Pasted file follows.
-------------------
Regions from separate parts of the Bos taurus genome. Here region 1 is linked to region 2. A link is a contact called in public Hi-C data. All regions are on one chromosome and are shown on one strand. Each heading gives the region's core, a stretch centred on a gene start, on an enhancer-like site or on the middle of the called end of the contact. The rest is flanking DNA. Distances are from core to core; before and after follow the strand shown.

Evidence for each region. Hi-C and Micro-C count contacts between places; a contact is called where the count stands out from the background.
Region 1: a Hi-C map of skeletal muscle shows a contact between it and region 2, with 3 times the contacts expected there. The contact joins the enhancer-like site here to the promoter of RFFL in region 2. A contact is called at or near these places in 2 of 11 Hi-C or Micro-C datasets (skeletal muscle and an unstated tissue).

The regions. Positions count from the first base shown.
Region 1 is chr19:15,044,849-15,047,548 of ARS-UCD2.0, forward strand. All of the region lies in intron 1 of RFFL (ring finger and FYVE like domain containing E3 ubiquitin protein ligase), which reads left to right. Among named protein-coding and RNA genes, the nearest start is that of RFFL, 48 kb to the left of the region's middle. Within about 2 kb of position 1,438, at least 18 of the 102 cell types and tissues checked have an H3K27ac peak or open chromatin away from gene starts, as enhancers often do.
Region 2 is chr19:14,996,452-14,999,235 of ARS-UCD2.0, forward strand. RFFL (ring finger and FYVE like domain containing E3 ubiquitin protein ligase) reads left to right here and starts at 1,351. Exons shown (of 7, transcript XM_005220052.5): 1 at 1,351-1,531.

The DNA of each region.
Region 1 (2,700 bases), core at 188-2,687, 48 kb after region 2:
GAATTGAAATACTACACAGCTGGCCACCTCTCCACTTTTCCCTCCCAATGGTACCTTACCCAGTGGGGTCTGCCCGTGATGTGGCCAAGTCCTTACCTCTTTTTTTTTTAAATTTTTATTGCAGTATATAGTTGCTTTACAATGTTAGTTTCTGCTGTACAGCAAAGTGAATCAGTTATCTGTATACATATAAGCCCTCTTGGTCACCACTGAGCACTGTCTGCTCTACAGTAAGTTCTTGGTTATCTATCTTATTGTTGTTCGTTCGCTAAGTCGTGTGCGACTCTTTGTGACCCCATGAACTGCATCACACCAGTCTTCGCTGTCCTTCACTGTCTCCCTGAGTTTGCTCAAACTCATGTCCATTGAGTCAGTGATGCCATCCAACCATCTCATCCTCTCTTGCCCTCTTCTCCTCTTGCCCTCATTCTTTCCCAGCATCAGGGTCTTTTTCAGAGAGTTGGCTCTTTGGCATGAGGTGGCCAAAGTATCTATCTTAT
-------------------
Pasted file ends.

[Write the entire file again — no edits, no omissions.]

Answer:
Regions from separate parts of the Bos taurus genome. Here region 1 is linked to region 2. A link is a contact called in public Hi-C data. All regions are on one chromosome and are shown on one strand. Each heading gives the region's core, a stretch centred on a gene start, on an enhancer-like site or on the middle of the called end of the contact. The rest is flanking DNA. Distances are from core to core; before and after follow the strand shown.

Evidence for each region. Hi-C and Micro-C count contacts between places; a contact is called where the count stands out from the background.
Region 1: a Hi-C map of skeletal muscle shows a contact between it and region 2, with 3 times the contacts expected there. The contact joins the enhancer-like site here to the promoter of RFFL in region 2. A contact is called at or near these places in 2 of 11 Hi-C or Micro-C datasets (skeletal muscle and an unstated tissue).

The regions. Positions count from the first base shown.
Region 1 is chr19:15,044,849-15,047,548 of ARS-UCD2.0, forward strand. All of the region lies in intron 1 of RFFL (ring finger and FYVE like domain containing E3 ubiquitin protein ligase), which reads left to right. Among named protein-coding and RNA genes, the nearest start is that of RFFL, 48 kb to the left of the region's middle. Within about 2 kb of position 1,438, at least 18 of the 102 cell types and tissues checked have an H3K27ac peak or open chromatin away from gene starts, as enhancers often do.
Region 2 is chr19:14,996,452-14,999,235 of ARS-UCD2.0, forward strand. RFFL (ring finger and FYVE like domain containing E3 ubiquitin protein ligase) reads left to right here and starts at 1,351. Exons shown (of 7, transcript XM_005220052.5): 1 at 1,351-1,531.

The DNA of each region.
Region 1 (2,700 bases), core at 188-2,687, 48 kb after region 2:
GAATTGAAATACTACACAGCTGGCCACCTCTCCACTTTTCCCTCCCAATGGTACCTTACCCAGTGGGGTCTGCCCGTGATGTGGCCAAGTCCTTACCTCTTTTTTTTTTAAATTTTTATTGCAGTATATAGTTGCTTTACAATGTTAGTTTCTGCTGTACAGCAAAGTGAATCAGTTATCTGTATACATATAAGCCCTCTTGGTCACCACTGAGCACTGTCTGCTCTACAGTAAGTTCTTGGTTATCTATCTTATTGTTGTTCGTTCGCTAAGTCGTGTGCGACTCTTTGTGACCCCATGAACTGCATCACACCAGTCTTCGCTGTCCTTCACTGTCTCCCTGAGTTTGCTCAAACTCATGTCCATTGAGTCAGTGATGCCATCCAACCATCTCATCCTCTCTTGCCCTCTTCTCCTCTTGCCCTCATTCTTTCCCAGCATCAGGGTCTTTTTCAGAGAGTTGGCTCTTTGGCATGAGGTGGCCAAAGTATCTATCTTAT